Lowe and the Braves trail, 2-0. Josh Beckett is locked in.
|06.20.09 at 8:27 pm ET|
Nonetheless, it had been a fallow period for the offense in recent days. The Sox had collected just one hit on Thursday against Ricky Nolasco of the Marlins and then two on Friday against Kenshin Kawakami and the Braves. It was just the third time since 1954 that the Sox had gone back-to-back games with two or fewer hits.
Through four innings against Derek Lowe tonight, the Sox looked as if they might be at risk of such a puny offensive total for a third straight game. But with two outs in the fifth, Jason Varitek got his first hit in nine at-bats this homestand, driving a 91 mph fastball near the Wall in left-center field. Braves center fielder Nate McClouth appeared to have a play on the ball, but could not bring it in while he jumped, and so Varitek pulled into second with a double.Nick Green then followed with a run-scoring double to left-center to put the Sox up, 1-0, after five innings.
The Sox now have three hits. The last time that the team went three straight games with three or fewer hits was in 1974.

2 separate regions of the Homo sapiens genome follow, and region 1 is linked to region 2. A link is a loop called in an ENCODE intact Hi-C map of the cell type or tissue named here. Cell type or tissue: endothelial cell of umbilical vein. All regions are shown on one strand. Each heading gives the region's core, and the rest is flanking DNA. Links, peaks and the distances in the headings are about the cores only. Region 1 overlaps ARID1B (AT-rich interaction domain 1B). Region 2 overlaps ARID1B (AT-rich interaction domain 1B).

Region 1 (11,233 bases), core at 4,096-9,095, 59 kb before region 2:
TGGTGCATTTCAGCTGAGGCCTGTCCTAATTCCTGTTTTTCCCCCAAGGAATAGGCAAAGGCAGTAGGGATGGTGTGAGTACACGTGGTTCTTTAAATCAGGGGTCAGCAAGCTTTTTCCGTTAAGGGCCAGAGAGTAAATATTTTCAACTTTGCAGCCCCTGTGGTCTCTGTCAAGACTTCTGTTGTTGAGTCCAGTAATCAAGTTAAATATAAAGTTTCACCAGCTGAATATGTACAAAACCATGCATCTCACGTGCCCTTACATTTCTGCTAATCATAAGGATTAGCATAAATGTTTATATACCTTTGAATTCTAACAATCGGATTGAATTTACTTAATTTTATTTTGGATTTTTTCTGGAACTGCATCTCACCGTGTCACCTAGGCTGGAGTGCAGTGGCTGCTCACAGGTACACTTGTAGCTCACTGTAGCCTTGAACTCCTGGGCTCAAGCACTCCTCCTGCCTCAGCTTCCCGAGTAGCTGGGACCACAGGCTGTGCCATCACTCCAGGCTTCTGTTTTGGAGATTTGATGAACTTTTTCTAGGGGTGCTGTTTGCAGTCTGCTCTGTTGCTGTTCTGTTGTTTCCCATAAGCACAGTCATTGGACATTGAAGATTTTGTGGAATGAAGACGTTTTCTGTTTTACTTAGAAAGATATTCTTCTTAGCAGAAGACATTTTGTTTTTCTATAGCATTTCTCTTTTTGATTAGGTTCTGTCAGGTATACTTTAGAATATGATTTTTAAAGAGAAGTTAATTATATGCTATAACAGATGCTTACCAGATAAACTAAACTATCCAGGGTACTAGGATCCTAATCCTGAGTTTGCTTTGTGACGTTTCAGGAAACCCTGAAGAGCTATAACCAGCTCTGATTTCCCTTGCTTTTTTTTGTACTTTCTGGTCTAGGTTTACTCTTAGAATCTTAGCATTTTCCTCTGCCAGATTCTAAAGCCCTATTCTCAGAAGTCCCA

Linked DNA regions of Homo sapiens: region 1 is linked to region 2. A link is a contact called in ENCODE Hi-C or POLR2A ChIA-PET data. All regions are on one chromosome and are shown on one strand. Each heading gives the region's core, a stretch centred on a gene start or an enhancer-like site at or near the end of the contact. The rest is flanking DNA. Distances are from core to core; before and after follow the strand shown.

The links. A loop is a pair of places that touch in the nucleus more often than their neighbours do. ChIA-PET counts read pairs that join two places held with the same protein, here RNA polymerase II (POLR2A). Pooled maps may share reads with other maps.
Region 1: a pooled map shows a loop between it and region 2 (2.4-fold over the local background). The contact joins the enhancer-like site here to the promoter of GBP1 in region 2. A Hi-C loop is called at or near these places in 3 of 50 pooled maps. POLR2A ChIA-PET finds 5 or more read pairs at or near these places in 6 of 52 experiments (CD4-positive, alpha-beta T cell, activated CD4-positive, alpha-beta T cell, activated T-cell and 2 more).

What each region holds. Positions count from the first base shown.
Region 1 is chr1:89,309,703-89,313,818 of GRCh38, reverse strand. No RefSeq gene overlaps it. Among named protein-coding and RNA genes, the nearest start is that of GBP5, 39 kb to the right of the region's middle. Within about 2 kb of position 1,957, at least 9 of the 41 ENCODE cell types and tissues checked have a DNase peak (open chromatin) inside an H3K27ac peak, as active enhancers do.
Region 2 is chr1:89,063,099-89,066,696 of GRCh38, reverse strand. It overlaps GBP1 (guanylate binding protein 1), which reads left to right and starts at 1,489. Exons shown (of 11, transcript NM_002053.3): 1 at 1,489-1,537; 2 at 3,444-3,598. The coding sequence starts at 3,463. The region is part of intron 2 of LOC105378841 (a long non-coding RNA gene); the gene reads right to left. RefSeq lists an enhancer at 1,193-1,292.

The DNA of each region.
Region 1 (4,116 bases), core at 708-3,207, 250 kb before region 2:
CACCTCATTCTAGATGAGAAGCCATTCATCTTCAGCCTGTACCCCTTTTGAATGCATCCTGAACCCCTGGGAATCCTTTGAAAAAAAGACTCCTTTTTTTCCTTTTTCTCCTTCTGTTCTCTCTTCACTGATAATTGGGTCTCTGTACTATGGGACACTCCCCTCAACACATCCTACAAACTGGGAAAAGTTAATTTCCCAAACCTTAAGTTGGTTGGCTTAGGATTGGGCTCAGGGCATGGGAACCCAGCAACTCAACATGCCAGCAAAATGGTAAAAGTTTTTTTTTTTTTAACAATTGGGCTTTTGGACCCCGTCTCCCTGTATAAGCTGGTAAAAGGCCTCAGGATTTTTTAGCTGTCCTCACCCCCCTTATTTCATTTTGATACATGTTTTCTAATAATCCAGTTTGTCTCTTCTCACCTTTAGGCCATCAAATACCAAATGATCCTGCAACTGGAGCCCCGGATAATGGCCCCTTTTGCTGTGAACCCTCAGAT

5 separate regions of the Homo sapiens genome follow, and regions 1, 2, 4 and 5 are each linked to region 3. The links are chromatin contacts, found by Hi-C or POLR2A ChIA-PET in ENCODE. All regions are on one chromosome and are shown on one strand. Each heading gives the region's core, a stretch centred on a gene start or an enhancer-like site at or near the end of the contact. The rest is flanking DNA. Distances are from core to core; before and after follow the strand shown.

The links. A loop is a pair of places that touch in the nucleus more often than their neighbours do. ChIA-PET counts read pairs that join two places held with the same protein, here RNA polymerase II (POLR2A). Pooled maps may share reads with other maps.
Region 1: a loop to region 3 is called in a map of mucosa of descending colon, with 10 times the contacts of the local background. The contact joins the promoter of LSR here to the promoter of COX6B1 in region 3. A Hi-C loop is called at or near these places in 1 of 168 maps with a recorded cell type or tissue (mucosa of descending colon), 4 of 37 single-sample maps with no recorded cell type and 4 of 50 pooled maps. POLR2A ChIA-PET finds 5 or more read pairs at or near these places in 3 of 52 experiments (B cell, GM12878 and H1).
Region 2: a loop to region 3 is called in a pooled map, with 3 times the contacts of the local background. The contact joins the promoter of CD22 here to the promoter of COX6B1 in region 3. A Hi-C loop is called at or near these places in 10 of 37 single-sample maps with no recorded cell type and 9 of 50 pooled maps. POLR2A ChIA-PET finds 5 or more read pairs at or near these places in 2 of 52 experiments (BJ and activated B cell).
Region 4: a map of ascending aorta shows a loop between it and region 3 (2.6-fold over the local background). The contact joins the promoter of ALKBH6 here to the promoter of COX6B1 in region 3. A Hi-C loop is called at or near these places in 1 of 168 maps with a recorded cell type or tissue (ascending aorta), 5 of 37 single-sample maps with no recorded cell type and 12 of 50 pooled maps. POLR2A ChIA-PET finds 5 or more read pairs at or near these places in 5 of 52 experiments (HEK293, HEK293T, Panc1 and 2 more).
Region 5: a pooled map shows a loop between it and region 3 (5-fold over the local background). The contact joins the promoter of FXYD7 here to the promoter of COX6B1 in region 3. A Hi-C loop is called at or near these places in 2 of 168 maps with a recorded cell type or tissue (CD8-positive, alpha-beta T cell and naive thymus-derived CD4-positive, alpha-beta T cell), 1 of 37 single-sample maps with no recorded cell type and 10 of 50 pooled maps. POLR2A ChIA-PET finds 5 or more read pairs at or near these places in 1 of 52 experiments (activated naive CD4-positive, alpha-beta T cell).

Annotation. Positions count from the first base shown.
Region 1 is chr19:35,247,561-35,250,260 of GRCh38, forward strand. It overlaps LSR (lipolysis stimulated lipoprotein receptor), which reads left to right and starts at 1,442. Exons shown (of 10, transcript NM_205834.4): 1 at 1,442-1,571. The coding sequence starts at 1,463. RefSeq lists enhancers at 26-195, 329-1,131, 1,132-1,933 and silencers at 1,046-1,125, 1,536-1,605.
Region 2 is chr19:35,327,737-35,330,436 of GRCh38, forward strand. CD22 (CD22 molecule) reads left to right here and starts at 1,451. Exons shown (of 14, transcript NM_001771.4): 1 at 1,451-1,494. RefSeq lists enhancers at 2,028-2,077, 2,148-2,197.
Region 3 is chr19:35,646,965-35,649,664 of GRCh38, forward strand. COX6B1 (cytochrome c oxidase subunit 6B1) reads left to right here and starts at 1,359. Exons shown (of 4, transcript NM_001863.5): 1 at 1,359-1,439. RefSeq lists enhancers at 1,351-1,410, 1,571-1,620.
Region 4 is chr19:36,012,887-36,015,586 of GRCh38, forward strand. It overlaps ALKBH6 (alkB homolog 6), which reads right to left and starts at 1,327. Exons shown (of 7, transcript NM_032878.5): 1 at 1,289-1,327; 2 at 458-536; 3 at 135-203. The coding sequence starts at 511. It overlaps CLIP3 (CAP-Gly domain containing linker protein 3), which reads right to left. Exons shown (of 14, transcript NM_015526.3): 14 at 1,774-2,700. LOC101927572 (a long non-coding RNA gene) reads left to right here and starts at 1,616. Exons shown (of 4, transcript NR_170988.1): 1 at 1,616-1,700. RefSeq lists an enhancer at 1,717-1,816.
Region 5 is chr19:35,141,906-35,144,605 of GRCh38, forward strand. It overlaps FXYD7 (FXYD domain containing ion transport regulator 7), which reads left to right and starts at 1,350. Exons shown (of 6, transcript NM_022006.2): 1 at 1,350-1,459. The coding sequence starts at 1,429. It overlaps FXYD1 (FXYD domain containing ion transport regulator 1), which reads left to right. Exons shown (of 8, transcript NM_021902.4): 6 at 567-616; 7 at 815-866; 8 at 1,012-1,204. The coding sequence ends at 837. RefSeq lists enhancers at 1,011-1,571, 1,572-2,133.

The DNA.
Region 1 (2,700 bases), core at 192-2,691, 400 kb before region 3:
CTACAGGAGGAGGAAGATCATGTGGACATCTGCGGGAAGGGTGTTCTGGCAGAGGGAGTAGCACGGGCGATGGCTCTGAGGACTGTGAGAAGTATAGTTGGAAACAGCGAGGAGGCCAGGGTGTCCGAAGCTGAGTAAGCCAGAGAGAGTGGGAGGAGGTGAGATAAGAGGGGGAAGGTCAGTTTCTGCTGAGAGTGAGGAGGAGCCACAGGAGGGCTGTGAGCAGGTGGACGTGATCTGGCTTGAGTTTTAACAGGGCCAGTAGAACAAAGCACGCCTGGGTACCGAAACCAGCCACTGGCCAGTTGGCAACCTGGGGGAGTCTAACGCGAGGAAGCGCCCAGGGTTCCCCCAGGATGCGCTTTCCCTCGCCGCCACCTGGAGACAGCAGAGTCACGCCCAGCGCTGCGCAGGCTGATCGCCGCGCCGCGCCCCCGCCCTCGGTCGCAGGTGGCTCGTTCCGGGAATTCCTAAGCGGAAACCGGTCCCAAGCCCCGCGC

|06.20.09 at 7:50 pm ET|
This from Gary From Chapel Hill:
In the bottom of the second inning, Braves starter Derek Lowe allowed three fly balls, the sixth time this season that he’s allowed 3+ fly balls in one inning. He only did that 9 times total in the four seasons from ’05 through ’08.
Even so, despite the three fly balls (which included David Ortiz‘ double off the top of the wall in center on a low slider that the Sox D.H. nearly muscled for a homer), Lowe remains unscored upon through three innings. He has recorded seven groundball outs along with the two flyball outs.
It’s scoreless through three innings.
|06.20.09 at 7:11 pm ET|
Braves starter Derek Lowe, on his way from the Fenway Park bullpen mound into the visitor’s dugout for the first time in his career, offered a tip of the cap when greeted by a standing ovation from the fans around the third-base dugout. It will be interesting to see how the pitcher performs in what will surely be an emotional return.
Most interesting will be the first confrontation between catcher Jason Varitek and Lowe. The careers of the two men are inextricably intertwined, of course, thanks to the trade enacted by Dan Duquette in 1997, fleecing the Mariners of both players in exchange for reliever Heathcliff Slocumb.
Varitek said before today’s game that this will be the first time that he’s ever gotten a look at Lowe while in a batter’s box. The two had a brief chance to catch up on Friday.
“We played together a good 10 years,” said Varitek, who has often recalled the lesson in the difficulty of catching that he received as a player in Double-A while trying (often unsuccessfully) to grab hold of Lowe’s “sinker thingy.”
“There were a lot of different places in those 10 years,” said Varitek.